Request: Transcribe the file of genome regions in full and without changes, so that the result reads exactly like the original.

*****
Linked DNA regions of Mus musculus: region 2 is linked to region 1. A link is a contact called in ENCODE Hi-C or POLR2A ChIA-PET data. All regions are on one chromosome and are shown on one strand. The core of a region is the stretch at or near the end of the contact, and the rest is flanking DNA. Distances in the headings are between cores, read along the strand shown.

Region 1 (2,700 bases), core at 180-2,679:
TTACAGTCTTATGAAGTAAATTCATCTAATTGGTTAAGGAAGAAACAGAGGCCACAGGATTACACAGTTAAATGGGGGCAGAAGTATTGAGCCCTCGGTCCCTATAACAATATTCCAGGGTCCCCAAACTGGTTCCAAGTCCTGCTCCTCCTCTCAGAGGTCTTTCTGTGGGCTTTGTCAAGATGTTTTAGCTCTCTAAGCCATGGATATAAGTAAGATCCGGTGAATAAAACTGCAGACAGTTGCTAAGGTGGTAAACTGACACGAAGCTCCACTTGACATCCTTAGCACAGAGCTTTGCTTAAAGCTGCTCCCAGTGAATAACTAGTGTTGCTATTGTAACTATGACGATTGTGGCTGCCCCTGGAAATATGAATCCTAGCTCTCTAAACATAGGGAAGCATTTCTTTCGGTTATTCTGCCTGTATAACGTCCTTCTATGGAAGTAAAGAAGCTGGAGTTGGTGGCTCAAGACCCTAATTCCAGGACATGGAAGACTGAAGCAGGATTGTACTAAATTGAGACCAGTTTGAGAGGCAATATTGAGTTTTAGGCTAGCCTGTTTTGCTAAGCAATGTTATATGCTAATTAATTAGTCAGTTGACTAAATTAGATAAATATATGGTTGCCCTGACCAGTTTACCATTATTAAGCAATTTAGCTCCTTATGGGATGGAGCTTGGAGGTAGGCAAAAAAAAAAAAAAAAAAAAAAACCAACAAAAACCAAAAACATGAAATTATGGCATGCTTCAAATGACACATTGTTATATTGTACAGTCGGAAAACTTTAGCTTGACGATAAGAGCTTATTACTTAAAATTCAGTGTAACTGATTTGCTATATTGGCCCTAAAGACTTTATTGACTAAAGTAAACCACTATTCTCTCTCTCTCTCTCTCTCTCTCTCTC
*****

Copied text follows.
Linked DNA regions of Mus musculus: region 2 is linked to region 1. A link is a contact called in ENCODE Hi-C or POLR2A ChIA-PET data. All regions are on one chromosome and are shown on one strand. The core of a region is the stretch at or near the end of the contact, and the rest is flanking DNA. Distances in the headings are between cores, read along the strand shown.

Region 1 (2,700 bases), core at 180-2,679:
TTACAGTCTTATGAAGTAAATTCATCTAATTGGTTAAGGAAGAAACAGAGGCCACAGGATTACACAGTTAAATGGGGGCAGAAGTATTGAGCCCTCGGTCCCTATAACAATATTCCAGGGTCCCCAAACTGGTTCCAAGTCCTGCTCCTCCTCTCAGAGGTCTTTCTGTGGGCTTTGTCAAGATGTTTTAGCTCTCTAAGCCATGGATATAAGTAAGATCCGGTGAATAAAACTGCAGACAGTTGCTAAGGTGGTAAACTGACACGAAGCTCCACTTGACATCCTTAGCACAGAGCTTTGCTTAAAGCTGCTCCCAGTGAATAACTAGTGTTGCTATTGTAACTATGACGATTGTGGCTGCCCCTGGAAATATGAATCCTAGCTCTCTAAACATAGGGAAGCATTTCTTTCGGTTATTCTGCCTGTATAACGTCCTTCTATGGAAGTAAAGAAGCTGGAGTTGGTGGCTCAAGACCCTAATTCCAGGACATGGAAGACTGAAGCAGGATTGTACTAAATTGAGACCAGTTTGAGAGGCAATATTGAGTTTTAGGCTAGCCTGTTTTGCTAAGCAATGTTATATGCTAATTAATTAGTCAGTTGACTAAATTAGATAAATATATGGTTGCCCTGACCAGTTTACCATTATTAAGCAATTTAGCTCCTTATGGGATGGAGCTTGGAGGTAGGCAAAAAAAAAAAAAAAAAAAAAAACCAACAAAAACCAAAAACATGAAATTATGGCATGCTTCAAATGACACATTGTTATATTGTACAGTCGGAAAACTTTAGCTTGACGATAAGAGCTTATTACTTAAAATTCAGTGTAACTGATTTGCTATATTGGCCCTAAAGACTTTATTGACTAAAGTAAACCACTATTCTCTCTCTCTCTCTCTCTCTCTCTCTC